RE: Microwave fixation
First of all, you must have some of the best fixed tissue around. Three days before trimming - wow! Humans don't have their tissue treated so well.
I have not used microwave fixation, but as Beyer-Boon points out, the tissue must first have the fixative at the point of fixation before the acceleration of the aldehyde bonding takes place.
That is to say, the fixative must have penetrated completely into the tissue.
Assuming the bits are small (?small animal practice), I would have thought that trimming earlier, letting the blocks penetrate-fix as necessary, then finishing off with the microwave would be the way to go.
Terry L Marshall B.A.(Law), M.B.Ch.B., F.R.C.Path
Rotherham General Hospital, Yorkshire
I am looking into getting a microwave in my lab to fix the tissues with the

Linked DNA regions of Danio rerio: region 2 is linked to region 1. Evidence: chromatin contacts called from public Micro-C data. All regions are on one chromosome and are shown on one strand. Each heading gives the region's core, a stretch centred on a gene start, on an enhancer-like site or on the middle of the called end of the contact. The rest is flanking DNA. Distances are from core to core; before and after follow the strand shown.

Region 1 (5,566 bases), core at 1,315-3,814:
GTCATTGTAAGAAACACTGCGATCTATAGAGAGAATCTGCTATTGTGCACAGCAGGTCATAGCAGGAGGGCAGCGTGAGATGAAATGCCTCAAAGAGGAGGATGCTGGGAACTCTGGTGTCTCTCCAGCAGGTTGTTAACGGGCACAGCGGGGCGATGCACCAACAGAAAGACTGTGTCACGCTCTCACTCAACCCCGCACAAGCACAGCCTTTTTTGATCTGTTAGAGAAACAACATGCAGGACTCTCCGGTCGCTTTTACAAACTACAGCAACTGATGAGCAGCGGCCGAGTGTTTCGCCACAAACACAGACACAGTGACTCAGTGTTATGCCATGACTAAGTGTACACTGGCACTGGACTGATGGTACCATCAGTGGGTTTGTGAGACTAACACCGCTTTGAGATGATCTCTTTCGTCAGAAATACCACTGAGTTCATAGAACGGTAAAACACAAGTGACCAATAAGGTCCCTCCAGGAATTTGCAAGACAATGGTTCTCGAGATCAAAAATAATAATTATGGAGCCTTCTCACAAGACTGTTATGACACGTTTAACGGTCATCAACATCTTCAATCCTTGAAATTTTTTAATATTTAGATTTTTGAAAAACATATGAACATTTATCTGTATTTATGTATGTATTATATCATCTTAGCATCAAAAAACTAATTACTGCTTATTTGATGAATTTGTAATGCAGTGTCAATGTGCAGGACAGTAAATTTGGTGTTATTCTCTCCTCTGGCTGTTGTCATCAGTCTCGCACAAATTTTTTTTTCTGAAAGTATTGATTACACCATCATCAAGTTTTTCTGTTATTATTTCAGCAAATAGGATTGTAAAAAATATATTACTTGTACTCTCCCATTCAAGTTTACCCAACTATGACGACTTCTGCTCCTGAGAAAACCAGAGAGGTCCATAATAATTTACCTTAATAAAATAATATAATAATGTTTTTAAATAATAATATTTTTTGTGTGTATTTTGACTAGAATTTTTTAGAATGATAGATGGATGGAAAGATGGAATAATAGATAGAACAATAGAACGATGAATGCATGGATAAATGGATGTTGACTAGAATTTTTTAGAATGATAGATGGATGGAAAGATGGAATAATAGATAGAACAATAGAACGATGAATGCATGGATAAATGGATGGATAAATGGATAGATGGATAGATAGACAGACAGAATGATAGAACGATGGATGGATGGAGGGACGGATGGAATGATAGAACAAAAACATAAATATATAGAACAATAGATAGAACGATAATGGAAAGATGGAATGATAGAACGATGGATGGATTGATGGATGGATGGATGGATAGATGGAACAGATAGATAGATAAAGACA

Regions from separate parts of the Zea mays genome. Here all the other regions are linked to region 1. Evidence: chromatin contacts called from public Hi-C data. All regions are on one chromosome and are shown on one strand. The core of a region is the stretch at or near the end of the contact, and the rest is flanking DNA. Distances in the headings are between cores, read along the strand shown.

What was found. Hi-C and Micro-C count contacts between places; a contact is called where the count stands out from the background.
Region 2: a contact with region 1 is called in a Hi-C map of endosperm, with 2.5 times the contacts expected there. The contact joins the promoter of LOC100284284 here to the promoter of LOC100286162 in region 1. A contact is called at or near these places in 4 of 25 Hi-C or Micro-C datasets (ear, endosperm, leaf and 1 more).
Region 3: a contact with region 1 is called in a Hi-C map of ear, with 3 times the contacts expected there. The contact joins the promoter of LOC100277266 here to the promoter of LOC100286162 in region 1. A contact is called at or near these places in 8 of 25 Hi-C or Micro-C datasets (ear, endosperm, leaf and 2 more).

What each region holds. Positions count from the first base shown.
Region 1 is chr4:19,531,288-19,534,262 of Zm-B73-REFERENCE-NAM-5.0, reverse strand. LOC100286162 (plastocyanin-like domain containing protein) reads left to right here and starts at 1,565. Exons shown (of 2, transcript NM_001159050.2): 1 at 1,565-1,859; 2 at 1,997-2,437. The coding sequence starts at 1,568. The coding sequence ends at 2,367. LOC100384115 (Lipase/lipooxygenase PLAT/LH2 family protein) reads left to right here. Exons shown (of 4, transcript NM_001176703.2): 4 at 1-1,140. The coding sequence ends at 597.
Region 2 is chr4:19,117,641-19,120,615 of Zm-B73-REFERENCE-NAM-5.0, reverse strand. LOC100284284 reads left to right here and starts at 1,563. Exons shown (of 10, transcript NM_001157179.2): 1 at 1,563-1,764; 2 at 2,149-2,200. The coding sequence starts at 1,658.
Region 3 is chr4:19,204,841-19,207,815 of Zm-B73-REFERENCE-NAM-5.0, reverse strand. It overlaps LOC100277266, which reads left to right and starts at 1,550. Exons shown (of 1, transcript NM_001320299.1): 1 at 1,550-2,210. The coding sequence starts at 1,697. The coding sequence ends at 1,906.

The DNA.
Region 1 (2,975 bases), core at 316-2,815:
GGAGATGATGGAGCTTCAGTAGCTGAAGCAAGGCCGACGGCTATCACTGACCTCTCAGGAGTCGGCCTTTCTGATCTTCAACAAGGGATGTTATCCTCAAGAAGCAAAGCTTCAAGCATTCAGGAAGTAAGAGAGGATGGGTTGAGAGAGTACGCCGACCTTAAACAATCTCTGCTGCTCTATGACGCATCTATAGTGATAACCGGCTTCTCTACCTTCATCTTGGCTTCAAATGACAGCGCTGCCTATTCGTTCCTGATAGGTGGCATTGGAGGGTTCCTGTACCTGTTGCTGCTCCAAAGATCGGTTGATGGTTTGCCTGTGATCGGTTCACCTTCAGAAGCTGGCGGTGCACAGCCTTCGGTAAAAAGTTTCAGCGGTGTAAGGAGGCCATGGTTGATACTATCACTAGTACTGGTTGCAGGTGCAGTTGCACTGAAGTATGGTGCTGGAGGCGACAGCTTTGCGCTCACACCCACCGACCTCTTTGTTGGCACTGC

goal of getting a shorter turnaround time. But I have some concerns about
how to be efficient with this. For those of you who do MW fixation, 1)
what sizes are submitted for fixation? and 2)at what point are they
submitted -- i.e. does the pathologist trim the piece to be
fixed/processed, or does he let the tissue fix for some period of time
Currently, we let our tissues fix between 48 and 72 hours before being
trimmed in and processed. It seems to me that with MW fixation, this time
can be drastically reduced. Thanks!
Veterinary Diagnostics Lab
Utah State University
fax (435) 797-2805
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